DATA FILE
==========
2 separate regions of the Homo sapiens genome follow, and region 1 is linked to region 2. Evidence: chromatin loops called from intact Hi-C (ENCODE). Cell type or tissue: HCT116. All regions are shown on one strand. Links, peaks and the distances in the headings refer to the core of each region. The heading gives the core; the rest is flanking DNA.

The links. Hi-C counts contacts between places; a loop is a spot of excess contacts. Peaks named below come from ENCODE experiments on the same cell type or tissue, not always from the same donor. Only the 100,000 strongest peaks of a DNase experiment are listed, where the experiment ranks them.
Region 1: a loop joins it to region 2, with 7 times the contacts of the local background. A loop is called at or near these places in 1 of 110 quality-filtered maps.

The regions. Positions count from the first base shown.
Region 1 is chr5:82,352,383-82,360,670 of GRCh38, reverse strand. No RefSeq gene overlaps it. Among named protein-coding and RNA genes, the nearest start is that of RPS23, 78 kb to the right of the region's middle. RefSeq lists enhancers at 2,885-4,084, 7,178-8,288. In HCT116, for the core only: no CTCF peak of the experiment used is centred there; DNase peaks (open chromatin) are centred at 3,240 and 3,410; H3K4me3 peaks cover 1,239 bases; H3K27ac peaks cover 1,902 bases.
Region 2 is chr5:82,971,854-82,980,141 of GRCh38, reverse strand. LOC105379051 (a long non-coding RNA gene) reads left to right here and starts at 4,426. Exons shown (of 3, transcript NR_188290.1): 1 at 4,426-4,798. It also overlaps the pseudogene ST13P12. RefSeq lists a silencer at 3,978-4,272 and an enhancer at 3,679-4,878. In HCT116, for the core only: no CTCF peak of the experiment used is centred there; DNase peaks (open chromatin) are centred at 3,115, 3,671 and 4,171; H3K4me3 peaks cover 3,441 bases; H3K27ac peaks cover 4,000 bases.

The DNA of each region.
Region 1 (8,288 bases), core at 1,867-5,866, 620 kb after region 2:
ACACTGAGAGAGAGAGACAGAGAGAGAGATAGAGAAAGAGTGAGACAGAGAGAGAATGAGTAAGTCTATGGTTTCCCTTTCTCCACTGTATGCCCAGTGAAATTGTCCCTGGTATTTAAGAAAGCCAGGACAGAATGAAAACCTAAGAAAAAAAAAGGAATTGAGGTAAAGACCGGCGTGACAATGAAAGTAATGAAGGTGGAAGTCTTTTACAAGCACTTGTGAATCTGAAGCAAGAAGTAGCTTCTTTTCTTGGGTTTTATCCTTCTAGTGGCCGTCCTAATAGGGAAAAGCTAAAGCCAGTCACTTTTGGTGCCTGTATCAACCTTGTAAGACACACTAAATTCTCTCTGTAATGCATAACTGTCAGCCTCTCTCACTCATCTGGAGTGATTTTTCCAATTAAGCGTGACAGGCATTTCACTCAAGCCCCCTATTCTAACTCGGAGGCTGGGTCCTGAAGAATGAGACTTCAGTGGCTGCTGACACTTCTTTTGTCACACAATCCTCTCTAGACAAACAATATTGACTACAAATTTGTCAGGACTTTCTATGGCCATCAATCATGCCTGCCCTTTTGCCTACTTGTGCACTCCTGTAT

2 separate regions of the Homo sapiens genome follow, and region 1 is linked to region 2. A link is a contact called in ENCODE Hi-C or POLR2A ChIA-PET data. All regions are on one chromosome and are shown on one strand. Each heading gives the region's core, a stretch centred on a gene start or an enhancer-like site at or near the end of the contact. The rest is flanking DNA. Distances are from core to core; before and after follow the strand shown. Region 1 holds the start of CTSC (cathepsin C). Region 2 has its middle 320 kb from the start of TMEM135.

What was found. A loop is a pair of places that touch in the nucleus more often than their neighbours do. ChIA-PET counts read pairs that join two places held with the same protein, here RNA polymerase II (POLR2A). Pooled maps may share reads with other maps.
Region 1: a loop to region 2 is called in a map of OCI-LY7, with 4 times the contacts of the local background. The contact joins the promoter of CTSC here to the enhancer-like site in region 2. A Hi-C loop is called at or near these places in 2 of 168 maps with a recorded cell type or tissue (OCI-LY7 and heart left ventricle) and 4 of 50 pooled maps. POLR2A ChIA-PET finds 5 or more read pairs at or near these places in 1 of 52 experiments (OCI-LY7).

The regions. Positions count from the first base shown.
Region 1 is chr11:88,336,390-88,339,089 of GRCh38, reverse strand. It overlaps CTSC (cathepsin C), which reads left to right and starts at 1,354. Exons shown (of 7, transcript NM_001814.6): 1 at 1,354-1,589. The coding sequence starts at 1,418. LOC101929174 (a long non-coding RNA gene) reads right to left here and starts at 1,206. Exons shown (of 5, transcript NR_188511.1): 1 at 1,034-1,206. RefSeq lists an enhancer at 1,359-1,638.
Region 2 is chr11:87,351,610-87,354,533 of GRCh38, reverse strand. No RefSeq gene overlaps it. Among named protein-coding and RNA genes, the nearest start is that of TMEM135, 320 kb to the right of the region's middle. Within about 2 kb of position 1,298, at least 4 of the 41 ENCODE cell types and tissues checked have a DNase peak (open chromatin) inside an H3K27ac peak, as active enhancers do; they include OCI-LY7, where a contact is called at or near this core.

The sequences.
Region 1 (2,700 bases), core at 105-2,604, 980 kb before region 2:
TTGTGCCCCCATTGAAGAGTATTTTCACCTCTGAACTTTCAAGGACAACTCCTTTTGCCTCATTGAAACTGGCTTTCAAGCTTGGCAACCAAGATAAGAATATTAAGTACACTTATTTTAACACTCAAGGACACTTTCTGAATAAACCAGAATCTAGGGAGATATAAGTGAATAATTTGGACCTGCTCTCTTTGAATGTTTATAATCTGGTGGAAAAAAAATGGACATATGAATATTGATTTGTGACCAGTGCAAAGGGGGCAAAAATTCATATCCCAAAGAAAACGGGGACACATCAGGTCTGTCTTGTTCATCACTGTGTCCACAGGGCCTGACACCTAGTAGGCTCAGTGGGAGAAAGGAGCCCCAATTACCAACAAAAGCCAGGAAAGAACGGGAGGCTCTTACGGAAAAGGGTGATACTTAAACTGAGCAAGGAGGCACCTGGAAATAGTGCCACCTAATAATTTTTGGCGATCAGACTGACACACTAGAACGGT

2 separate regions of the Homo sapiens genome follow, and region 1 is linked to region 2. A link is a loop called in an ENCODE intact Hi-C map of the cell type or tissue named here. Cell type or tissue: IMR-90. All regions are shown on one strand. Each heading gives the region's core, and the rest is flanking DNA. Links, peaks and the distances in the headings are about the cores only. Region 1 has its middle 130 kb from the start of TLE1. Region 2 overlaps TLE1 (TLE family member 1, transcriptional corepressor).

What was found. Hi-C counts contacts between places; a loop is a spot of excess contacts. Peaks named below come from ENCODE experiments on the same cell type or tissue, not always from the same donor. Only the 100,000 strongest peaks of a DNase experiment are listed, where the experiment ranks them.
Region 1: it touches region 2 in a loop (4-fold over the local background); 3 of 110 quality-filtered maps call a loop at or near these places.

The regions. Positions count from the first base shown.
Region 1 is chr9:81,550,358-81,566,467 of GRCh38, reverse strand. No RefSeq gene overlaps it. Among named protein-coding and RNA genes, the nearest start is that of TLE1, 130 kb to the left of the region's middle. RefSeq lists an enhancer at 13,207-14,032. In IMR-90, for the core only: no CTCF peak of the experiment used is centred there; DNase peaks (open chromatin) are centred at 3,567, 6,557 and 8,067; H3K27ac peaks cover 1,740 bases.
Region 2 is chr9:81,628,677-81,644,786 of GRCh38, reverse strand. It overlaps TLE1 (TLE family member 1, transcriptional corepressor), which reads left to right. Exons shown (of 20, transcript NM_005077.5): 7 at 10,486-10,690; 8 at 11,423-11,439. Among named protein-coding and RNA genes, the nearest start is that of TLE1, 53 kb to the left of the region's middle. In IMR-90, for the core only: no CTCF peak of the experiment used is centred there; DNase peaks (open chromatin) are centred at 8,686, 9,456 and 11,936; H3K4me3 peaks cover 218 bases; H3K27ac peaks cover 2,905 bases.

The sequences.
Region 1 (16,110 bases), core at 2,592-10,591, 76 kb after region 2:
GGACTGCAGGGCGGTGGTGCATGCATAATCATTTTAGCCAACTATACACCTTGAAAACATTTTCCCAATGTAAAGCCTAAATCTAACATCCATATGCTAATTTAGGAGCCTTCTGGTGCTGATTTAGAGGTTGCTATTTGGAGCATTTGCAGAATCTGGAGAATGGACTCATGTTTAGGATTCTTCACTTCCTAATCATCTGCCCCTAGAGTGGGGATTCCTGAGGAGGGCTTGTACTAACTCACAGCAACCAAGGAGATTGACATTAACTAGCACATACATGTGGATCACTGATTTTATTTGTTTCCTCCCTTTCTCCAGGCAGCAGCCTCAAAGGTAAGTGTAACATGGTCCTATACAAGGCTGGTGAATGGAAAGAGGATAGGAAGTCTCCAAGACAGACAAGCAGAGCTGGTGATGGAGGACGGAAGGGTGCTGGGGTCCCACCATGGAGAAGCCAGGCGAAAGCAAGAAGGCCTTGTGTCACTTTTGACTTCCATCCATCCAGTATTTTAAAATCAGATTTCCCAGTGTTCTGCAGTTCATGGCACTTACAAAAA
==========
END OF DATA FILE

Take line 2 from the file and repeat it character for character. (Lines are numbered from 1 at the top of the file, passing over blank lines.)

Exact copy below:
The links. Hi-C counts contacts between places; a loop is a spot of excess contacts. Peaks named below come from ENCODE experiments on the same cell type or tissue, not always from the same donor. Only the 100,000 strongest peaks of a DNase experiment are listed, where the experiment ranks them.